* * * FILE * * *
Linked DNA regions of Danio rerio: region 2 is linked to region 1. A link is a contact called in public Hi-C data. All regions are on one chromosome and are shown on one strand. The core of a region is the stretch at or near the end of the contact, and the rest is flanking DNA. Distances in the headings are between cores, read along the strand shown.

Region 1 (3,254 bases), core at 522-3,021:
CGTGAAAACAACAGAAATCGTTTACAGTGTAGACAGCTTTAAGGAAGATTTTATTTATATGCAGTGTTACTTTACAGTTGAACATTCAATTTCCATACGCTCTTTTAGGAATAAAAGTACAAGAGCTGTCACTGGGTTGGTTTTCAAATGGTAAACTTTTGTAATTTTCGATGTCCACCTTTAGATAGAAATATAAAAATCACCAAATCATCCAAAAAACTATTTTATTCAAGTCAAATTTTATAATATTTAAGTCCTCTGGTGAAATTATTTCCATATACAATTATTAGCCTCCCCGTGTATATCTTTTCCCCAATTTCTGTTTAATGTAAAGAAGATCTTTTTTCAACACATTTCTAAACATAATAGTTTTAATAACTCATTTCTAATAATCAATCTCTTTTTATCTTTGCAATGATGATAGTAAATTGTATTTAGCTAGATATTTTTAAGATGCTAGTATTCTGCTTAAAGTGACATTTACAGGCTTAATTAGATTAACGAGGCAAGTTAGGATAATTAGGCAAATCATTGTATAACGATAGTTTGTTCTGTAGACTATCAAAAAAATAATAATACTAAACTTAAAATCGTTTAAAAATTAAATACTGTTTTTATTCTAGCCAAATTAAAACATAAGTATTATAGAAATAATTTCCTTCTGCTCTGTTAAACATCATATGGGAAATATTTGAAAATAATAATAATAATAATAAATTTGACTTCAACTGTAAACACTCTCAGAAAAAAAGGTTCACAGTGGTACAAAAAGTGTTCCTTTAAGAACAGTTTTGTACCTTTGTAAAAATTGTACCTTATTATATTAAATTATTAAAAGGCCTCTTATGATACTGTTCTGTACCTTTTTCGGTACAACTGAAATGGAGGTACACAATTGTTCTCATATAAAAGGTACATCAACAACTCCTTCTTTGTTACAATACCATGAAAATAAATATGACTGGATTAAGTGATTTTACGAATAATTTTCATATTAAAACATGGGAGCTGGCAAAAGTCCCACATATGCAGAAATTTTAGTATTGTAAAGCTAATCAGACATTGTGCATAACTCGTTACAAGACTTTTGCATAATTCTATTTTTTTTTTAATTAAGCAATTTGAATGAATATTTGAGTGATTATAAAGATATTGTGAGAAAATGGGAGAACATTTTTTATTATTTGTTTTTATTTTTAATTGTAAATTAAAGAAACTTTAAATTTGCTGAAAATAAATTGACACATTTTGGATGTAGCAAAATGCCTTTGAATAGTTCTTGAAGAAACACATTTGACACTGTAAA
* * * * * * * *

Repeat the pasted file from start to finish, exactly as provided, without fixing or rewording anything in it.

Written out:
Linked DNA regions of Danio rerio: region 2 is linked to region 1. A link is a contact called in public Hi-C data. All regions are on one chromosome and are shown on one strand. The core of a region is the stretch at or near the end of the contact, and the rest is flanking DNA. Distances in the headings are between cores, read along the strand shown.

Region 1 (3,254 bases), core at 522-3,021:
CGTGAAAACAACAGAAATCGTTTACAGTGTAGACAGCTTTAAGGAAGATTTTATTTATATGCAGTGTTACTTTACAGTTGAACATTCAATTTCCATACGCTCTTTTAGGAATAAAAGTACAAGAGCTGTCACTGGGTTGGTTTTCAAATGGTAAACTTTTGTAATTTTCGATGTCCACCTTTAGATAGAAATATAAAAATCACCAAATCATCCAAAAAACTATTTTATTCAAGTCAAATTTTATAATATTTAAGTCCTCTGGTGAAATTATTTCCATATACAATTATTAGCCTCCCCGTGTATATCTTTTCCCCAATTTCTGTTTAATGTAAAGAAGATCTTTTTTCAACACATTTCTAAACATAATAGTTTTAATAACTCATTTCTAATAATCAATCTCTTTTTATCTTTGCAATGATGATAGTAAATTGTATTTAGCTAGATATTTTTAAGATGCTAGTATTCTGCTTAAAGTGACATTTACAGGCTTAATTAGATTAACGAGGCAAGTTAGGATAATTAGGCAAATCATTGTATAACGATAGTTTGTTCTGTAGACTATCAAAAAAATAATAATACTAAACTTAAAATCGTTTAAAAATTAAATACTGTTTTTATTCTAGCCAAATTAAAACATAAGTATTATAGAAATAATTTCCTTCTGCTCTGTTAAACATCATATGGGAAATATTTGAAAATAATAATAATAATAATAAATTTGACTTCAACTGTAAACACTCTCAGAAAAAAAGGTTCACAGTGGTACAAAAAGTGTTCCTTTAAGAACAGTTTTGTACCTTTGTAAAAATTGTACCTTATTATATTAAATTATTAAAAGGCCTCTTATGATACTGTTCTGTACCTTTTTCGGTACAACTGAAATGGAGGTACACAATTGTTCTCATATAAAAGGTACATCAACAACTCCTTCTTTGTTACAATACCATGAAAATAAATATGACTGGATTAAGTGATTTTACGAATAATTTTCATATTAAAACATGGGAGCTGGCAAAAGTCCCACATATGCAGAAATTTTAGTATTGTAAAGCTAATCAGACATTGTGCATAACTCGTTACAAGACTTTTGCATAATTCTATTTTTTTTTTAATTAAGCAATTTGAATGAATATTTGAGTGATTATAAAGATATTGTGAGAAAATGGGAGAACATTTTTTATTATTTGTTTTTATTTTTAATTGTAAATTAAAGAAACTTTAAATTTGCTGAAAATAAATTGACACATTTTGGATGTAGCAAAATGCCTTTGAATAGTTCTTGAAGAAACACATTTGACACTGTAAA